True Crime Books by Jason Lucky Morrow

Welcome to [Est. 2013], where you will discover forgotten crimes and criminals lost to history. This blog is the official website for true crime writer Jason Lucky Morrow, author of four books including the popular series: Famous Crimes the World Forgot, Volume I and Volume II. Please follow us on Facebook, for updates. Contact me here.

The Murder of Samuel Adams by John Colt, 1841


Story by Thomas Duke, 1910
Celebrated Criminal Cases of America
Part III: Cases East of The Pacific Coast


On Saturday morning, September 18, 1841, an expressman appeared at the foot of Maiden Lane, New York, with a large box to be shipped to New Orleans on a vessel lying at a nearby wharf.

A few moments afterward a very refined appearing man arrived and made the final arrangements for the shipping. It was expected that the vessel would sail within a few hours, but it was delayed a week.

The day before it left, one of the crew reported to the Captain that a terrible stench was coming from the hold. An investigation was made and the odor was traced to this box. It was placed on deck and, upon being opened, the badly decomposed body of a man was found.

Some days before this discovery, the press began to give considerable publicity to the mysterious disappearance of Samuel Adams, a well-known printer, and when this body was found, relatives of the missing man were immediately sent for and they at once identified the remains as till body of Adams.

A search was then instituted for the expressman who delivered the box. He was soon located and without hesitation stated he had removed the box from an office in a building at Chambers Street and Broadway.[1]

The expressman then proceeded with the authorities to this office and identified Mr. John C. Colt, a professional bookkeeper and teacher of penmanship, as the man who ordered the box removed. Colt was also identified as the man who arranged for the shipping. He was then taken into custody and shortly afterward made a confession substantially as follows:

Adams called at my office at 4 p. m., Friday, September 17, and we had a heated argument regarding the exact amount of a trivial sum of money I owed him. The ‘lie’ was passed and we came to blows. We then grappled and as he was overpowering me, I reached for a hammer, which was on my desk, and I struck him over the head until he released his hold and fell unconscious. He expired shortly afterward.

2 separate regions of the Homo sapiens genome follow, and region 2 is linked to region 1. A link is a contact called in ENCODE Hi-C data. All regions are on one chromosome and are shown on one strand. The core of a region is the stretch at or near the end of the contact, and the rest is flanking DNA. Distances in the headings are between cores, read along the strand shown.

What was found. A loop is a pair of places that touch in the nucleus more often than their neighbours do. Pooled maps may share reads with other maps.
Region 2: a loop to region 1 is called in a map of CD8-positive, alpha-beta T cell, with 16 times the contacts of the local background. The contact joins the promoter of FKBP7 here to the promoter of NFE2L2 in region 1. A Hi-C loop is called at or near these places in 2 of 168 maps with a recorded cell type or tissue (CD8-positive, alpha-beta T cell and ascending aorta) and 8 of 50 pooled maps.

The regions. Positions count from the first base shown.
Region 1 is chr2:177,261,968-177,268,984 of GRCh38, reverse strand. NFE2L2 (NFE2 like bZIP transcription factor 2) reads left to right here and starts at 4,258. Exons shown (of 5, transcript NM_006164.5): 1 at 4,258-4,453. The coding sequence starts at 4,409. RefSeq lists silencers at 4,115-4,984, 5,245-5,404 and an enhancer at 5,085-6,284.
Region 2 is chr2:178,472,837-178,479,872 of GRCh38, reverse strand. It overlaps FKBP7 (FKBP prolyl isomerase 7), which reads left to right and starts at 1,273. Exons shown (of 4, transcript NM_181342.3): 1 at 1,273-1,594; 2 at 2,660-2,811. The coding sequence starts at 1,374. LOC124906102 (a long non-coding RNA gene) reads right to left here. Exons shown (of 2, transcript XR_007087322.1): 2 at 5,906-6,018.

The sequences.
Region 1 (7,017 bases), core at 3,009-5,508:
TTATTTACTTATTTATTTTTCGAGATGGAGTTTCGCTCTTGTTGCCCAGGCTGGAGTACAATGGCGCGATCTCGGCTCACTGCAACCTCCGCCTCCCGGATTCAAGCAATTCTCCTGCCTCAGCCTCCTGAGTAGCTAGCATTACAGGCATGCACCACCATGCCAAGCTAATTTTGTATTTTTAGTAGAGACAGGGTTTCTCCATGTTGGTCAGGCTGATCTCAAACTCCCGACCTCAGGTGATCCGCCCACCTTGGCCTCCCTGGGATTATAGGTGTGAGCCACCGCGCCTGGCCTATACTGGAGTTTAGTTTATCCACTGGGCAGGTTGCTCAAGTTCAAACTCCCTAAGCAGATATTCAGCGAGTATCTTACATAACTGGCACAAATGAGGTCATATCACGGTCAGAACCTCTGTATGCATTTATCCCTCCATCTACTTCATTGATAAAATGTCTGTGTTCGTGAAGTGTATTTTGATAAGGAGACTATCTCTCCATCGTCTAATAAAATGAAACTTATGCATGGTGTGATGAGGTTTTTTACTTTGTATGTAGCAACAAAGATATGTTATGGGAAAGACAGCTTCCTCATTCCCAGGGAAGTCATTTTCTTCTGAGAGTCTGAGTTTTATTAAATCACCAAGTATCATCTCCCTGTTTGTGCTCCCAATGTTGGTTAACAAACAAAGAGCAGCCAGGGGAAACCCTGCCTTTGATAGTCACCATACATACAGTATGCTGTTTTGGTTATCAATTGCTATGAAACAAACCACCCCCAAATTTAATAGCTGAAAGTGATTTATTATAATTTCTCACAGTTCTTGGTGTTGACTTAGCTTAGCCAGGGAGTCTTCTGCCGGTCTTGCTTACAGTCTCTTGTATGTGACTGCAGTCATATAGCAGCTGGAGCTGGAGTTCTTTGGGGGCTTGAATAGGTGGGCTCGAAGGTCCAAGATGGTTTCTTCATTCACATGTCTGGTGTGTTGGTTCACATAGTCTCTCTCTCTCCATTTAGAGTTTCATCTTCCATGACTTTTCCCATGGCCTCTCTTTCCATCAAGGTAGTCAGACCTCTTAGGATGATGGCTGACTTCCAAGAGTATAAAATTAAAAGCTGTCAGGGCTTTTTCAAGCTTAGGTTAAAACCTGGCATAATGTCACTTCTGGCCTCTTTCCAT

Blood flowed in torrents from the wounds and after washing it up, I decided to notify the authorities. But when I thought of the public censure and the disgrace I would bring upon my esteemed relatives, I concluded to hide my crime by disposing of the body. My first idea was to consume it by burning the building, but when I recalled that many innocent persons slept there who might be burned to death, I abandoned that plan. I then definitely decided to ship the body to some other city on the day following.

Colt’s wealthy relatives procured the brightest legal talent to defend him, and they contended that Colt acted in self-defense. The trial lasted ten days and the jury found Colt guilty of murder in the first degree.

The case was appealed, but all in vain. The condemned man was sentenced to be langed on November 18, 1842.

For some time before the commission of this crime, Colt lived with a beautiful young woman named Caroline Henshaw, and she remained loyal to him to the end. As she and Colt both expressed the wish that they be made man and wife before he paid his penalty, the arrangements were made for the marriage, which occurred a few hours before the time set for the execution. The witnesses to the ceremony were Colt’s brother and John Howard Payne, the author of “Home, Sweet Home.”

After the ceremony was performed, Colt asked for and was granted permission to remain alone for a short time.

As the hour for the execution was drawing near, the excitement about the Tombs became intense. Shortly before the dreaded moment was at hand, a fire broke out in the prison and for the time being the execution was forgotten, as it appeared that the prison was doomed. The firemen soon got the fire under control and the authorities proceeded with all haste to prepare for the execution.

Rev. Mr. Anthon went to Colt’s cell to console him, but he had barely entered the door when he staggered back with a cry of horror, for Colt was lying dead upon his bed with a dagger in his heart.

[1] In after years this building was occupied by Delmonico’s restaurant.